Nevada’s decision to expand mail-in voting for the 2020 general election has become a partisan battleground, after President Donald Trump’s campaign sued to block the election changes put in place by the state’s Democratically-controlled Legislature in a summer special session.
But beyond the headlines, what changes do Nevada voters need to know about before the 2020 general election arrives on Nov. 3?
Similar to the state’s primary election in June, all active registered voters in the state will automatically receive an absentee ballot without having to take any action. But in the most populous counties of the state — Washoe and Clark — voters will also have dozens of locations where they can cast a vote in person if they wish.
But there are several other election-related changes made in AB4 — the bill implementing the new election procedures and that was passed on party-lines during the most recent legislative special session. It explicitly authorizes ballot collection from non-family members (derided as “ballot harvesting” by some Republicans) and includes provisions allowing for people to help certain individuals, such as the physically disabled or voters over the age of 65.
The heightened attention and political disagreements over the changes for this upcoming election have led to many questions, speculation and sometimes misinformation about how Nevada will conduct the November election.
Below, The Nevada Independent has compiled and answered a list of frequently asked questions regarding the state’s changes and modifications in place for the 2020 election.
When will I get a mail ballot?
AB4 sets deadlines for when mail ballots have to be sent out, but it’s possible that mail ballots will arrive before then. Secretary of State Barbara Cegavske’s office says to expect them to be mailed out in late September or early October.
Regardless, the deadlines in the new law require all active voters to be sent a mail-in ballot no later than 20 days before the election, which is Oct. 14. Overseas or military voters are required to receive their ballot no later than 45 days before the election, which is Sept. 19, and voters who live out of state but are still registered to vote in Nevada must receive ballots no later than 40 days before the election, or Sept. 24 .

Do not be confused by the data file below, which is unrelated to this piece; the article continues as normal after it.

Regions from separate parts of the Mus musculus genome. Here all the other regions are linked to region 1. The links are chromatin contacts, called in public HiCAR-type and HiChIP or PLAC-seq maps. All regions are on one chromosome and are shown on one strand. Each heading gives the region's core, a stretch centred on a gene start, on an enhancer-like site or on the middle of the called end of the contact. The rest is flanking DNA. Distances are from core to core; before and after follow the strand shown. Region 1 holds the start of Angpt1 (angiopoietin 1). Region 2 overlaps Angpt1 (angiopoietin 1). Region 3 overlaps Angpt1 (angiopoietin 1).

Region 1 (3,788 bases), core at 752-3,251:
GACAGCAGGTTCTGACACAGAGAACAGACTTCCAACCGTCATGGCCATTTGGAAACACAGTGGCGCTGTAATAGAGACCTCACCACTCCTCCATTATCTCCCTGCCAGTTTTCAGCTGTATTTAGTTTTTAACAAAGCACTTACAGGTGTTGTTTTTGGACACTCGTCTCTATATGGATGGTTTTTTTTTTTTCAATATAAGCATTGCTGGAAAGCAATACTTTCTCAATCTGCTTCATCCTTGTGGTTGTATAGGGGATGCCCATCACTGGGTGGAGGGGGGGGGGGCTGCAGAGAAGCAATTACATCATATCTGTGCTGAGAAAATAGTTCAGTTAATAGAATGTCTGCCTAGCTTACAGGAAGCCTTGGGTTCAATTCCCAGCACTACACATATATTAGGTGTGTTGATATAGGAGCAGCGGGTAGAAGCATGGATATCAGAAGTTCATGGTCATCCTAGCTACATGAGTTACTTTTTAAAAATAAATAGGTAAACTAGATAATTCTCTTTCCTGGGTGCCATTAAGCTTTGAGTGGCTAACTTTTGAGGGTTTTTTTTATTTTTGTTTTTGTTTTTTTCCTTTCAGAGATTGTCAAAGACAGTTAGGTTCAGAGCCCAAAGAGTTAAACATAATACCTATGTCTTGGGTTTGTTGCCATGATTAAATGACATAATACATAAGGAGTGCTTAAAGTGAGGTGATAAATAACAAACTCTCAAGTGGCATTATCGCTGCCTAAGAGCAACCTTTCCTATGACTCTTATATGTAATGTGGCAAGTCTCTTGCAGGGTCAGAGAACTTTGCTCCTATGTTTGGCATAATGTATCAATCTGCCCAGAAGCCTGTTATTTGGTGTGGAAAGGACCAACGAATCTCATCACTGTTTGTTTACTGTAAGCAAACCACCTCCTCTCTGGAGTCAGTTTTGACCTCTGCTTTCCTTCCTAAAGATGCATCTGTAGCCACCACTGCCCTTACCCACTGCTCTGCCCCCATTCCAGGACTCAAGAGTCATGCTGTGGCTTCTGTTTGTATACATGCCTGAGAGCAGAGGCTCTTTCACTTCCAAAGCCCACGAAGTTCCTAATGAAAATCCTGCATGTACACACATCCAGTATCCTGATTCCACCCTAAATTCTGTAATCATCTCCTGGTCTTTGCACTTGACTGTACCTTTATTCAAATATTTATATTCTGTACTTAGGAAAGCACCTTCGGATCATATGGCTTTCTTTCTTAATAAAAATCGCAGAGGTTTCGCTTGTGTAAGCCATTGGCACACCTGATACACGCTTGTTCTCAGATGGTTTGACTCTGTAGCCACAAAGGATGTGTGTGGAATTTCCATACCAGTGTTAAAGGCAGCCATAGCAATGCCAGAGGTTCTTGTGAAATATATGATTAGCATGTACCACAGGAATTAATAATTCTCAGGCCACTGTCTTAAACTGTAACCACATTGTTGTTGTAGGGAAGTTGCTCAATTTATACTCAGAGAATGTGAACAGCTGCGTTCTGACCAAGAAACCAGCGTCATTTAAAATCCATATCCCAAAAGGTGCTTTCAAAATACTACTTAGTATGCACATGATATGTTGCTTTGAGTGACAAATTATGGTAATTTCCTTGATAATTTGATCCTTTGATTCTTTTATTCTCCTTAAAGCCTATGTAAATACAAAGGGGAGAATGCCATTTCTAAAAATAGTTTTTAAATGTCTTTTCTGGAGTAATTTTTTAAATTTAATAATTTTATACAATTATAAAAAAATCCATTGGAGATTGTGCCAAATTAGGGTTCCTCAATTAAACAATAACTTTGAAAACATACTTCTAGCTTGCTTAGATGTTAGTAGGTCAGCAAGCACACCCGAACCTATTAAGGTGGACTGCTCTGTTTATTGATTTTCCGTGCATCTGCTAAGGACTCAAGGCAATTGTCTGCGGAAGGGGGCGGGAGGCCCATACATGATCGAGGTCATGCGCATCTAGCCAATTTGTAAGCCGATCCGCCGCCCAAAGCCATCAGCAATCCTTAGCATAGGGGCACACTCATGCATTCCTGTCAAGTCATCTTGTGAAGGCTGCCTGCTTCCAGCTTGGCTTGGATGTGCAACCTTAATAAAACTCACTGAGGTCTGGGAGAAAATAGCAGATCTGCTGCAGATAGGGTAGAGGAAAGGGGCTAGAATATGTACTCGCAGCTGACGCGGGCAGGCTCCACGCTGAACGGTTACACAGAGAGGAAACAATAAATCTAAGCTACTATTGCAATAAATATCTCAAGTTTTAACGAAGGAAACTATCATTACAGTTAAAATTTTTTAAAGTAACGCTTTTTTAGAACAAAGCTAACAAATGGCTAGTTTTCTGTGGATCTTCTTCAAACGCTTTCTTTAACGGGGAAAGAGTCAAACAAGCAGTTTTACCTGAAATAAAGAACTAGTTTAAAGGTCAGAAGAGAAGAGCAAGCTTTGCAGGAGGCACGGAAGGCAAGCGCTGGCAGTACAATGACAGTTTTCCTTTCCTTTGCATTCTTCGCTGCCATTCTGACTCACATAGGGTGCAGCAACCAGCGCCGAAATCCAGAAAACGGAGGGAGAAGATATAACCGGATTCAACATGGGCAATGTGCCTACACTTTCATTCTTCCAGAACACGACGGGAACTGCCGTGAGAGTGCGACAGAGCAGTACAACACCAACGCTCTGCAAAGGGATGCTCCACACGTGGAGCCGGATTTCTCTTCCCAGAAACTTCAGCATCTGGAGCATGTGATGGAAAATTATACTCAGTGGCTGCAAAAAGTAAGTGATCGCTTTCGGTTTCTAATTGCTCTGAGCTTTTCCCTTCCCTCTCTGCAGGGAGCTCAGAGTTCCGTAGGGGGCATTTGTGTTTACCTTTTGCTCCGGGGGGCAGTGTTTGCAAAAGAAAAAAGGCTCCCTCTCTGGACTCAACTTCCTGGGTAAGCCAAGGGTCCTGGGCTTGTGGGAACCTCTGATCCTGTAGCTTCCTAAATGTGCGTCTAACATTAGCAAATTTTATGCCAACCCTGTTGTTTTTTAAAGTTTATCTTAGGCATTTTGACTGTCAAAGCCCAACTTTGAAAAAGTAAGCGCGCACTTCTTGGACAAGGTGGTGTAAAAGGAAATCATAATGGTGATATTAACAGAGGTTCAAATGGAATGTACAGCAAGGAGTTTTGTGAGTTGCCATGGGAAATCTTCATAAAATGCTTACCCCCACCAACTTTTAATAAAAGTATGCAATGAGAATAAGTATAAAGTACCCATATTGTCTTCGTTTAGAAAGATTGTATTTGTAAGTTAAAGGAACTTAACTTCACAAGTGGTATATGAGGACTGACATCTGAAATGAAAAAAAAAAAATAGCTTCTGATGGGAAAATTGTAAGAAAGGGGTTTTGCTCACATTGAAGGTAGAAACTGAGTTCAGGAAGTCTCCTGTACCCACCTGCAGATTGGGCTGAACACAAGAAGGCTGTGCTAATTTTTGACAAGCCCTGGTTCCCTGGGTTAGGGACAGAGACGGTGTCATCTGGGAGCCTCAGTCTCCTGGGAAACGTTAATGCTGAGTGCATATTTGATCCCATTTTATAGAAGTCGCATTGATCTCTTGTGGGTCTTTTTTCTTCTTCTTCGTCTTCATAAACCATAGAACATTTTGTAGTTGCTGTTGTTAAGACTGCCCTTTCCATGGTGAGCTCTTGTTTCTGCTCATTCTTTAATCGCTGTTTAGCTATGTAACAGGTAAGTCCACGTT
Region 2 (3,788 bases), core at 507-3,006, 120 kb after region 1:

The language around dates in the law refers to mailing deadlines, not when all voters should have their ballots, so it may take a few extra days to receive a mail ballot.
Counties are still finalizing their election plans, but they will eventually be published on the secretary of state’s website here.
What happens if I don’t receive a mail ballot?
The secretary of state’s office recommends contacting your local election clerk if you have not received a mail ballot within a week of the expected mail date.
A list of contact information for all county election clerks can be found here.
The office also recommends updating your mailing information ahead of time. Ballots will be mailed to the address on file with the local election office and — importantly — cannot be forwarded to a new address by the U.S. Postal Service. Voters are encouraged to check their registration and address well in advance of Election Day at www.registertovotenv.gov.
What do I need to know to fill out a mail ballot?
Instructions are provided on the envelope sent with every mailed ballot. But there are still a few important things to note before filling out a mail ballot.
For one, don’t forget to sign the outside of the envelope. Signatures are used to confirm a voter’s identity, so if there’s no signature, the vote won’t be counted. If there are issues with a signature, or it doesn’t appear to match the signature on file, county election officials will reach out to a voter and engage in a process called “signature cure,” which gives voters a chance to resolve questions about the signature.